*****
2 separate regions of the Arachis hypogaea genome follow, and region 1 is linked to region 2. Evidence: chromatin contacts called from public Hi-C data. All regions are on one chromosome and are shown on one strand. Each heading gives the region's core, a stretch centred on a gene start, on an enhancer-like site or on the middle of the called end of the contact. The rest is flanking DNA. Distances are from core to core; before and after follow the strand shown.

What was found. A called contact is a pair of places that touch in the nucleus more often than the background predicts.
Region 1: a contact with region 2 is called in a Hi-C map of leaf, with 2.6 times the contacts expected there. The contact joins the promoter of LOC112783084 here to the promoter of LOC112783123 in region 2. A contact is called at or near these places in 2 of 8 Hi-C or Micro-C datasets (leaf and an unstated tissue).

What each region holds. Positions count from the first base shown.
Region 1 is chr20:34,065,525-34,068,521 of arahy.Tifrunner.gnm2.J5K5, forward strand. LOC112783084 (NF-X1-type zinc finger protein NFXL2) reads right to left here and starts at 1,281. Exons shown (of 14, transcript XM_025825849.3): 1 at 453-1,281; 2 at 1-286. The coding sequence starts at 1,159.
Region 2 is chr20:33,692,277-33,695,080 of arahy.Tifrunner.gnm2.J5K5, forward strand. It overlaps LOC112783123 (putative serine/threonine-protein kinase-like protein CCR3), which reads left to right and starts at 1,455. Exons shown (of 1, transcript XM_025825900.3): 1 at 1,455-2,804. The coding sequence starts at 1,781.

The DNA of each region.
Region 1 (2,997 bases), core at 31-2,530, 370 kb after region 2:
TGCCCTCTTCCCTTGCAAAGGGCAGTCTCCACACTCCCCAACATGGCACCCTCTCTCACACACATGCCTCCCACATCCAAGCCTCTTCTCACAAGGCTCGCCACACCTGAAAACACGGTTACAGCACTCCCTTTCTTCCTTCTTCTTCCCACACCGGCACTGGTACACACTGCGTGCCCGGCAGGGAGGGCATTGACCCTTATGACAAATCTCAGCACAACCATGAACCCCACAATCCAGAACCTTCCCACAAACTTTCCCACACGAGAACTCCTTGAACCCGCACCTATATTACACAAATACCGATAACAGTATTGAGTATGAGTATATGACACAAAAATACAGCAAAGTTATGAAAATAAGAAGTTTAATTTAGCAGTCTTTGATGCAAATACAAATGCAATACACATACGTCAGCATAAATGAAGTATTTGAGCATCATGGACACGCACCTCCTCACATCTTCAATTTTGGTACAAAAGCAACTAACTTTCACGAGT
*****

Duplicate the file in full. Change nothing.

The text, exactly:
2 separate regions of the Arachis hypogaea genome follow, and region 1 is linked to region 2. Evidence: chromatin contacts called from public Hi-C data. All regions are on one chromosome and are shown on one strand. Each heading gives the region's core, a stretch centred on a gene start, on an enhancer-like site or on the middle of the called end of the contact. The rest is flanking DNA. Distances are from core to core; before and after follow the strand shown.

What was found. A called contact is a pair of places that touch in the nucleus more often than the background predicts.
Region 1: a contact with region 2 is called in a Hi-C map of leaf, with 2.6 times the contacts expected there. The contact joins the promoter of LOC112783084 here to the promoter of LOC112783123 in region 2. A contact is called at or near these places in 2 of 8 Hi-C or Micro-C datasets (leaf and an unstated tissue).

What each region holds. Positions count from the first base shown.
Region 1 is chr20:34,065,525-34,068,521 of arahy.Tifrunner.gnm2.J5K5, forward strand. LOC112783084 (NF-X1-type zinc finger protein NFXL2) reads right to left here and starts at 1,281. Exons shown (of 14, transcript XM_025825849.3): 1 at 453-1,281; 2 at 1-286. The coding sequence starts at 1,159.
Region 2 is chr20:33,692,277-33,695,080 of arahy.Tifrunner.gnm2.J5K5, forward strand. It overlaps LOC112783123 (putative serine/threonine-protein kinase-like protein CCR3), which reads left to right and starts at 1,455. Exons shown (of 1, transcript XM_025825900.3): 1 at 1,455-2,804. The coding sequence starts at 1,781.

The DNA of each region.
Region 1 (2,997 bases), core at 31-2,530, 370 kb after region 2:
TGCCCTCTTCCCTTGCAAAGGGCAGTCTCCACACTCCCCAACATGGCACCCTCTCTCACACACATGCCTCCCACATCCAAGCCTCTTCTCACAAGGCTCGCCACACCTGAAAACACGGTTACAGCACTCCCTTTCTTCCTTCTTCTTCCCACACCGGCACTGGTACACACTGCGTGCCCGGCAGGGAGGGCATTGACCCTTATGACAAATCTCAGCACAACCATGAACCCCACAATCCAGAACCTTCCCACAAACTTTCCCACACGAGAACTCCTTGAACCCGCACCTATATTACACAAATACCGATAACAGTATTGAGTATGAGTATATGACACAAAAATACAGCAAAGTTATGAAAATAAGAAGTTTAATTTAGCAGTCTTTGATGCAAATACAAATGCAATACACATACGTCAGCATAAATGAAGTATTTGAGCATCATGGACACGCACCTCCTCACATCTTCAATTTTGGTACAAAAGCAACTAACTTTCACGAGT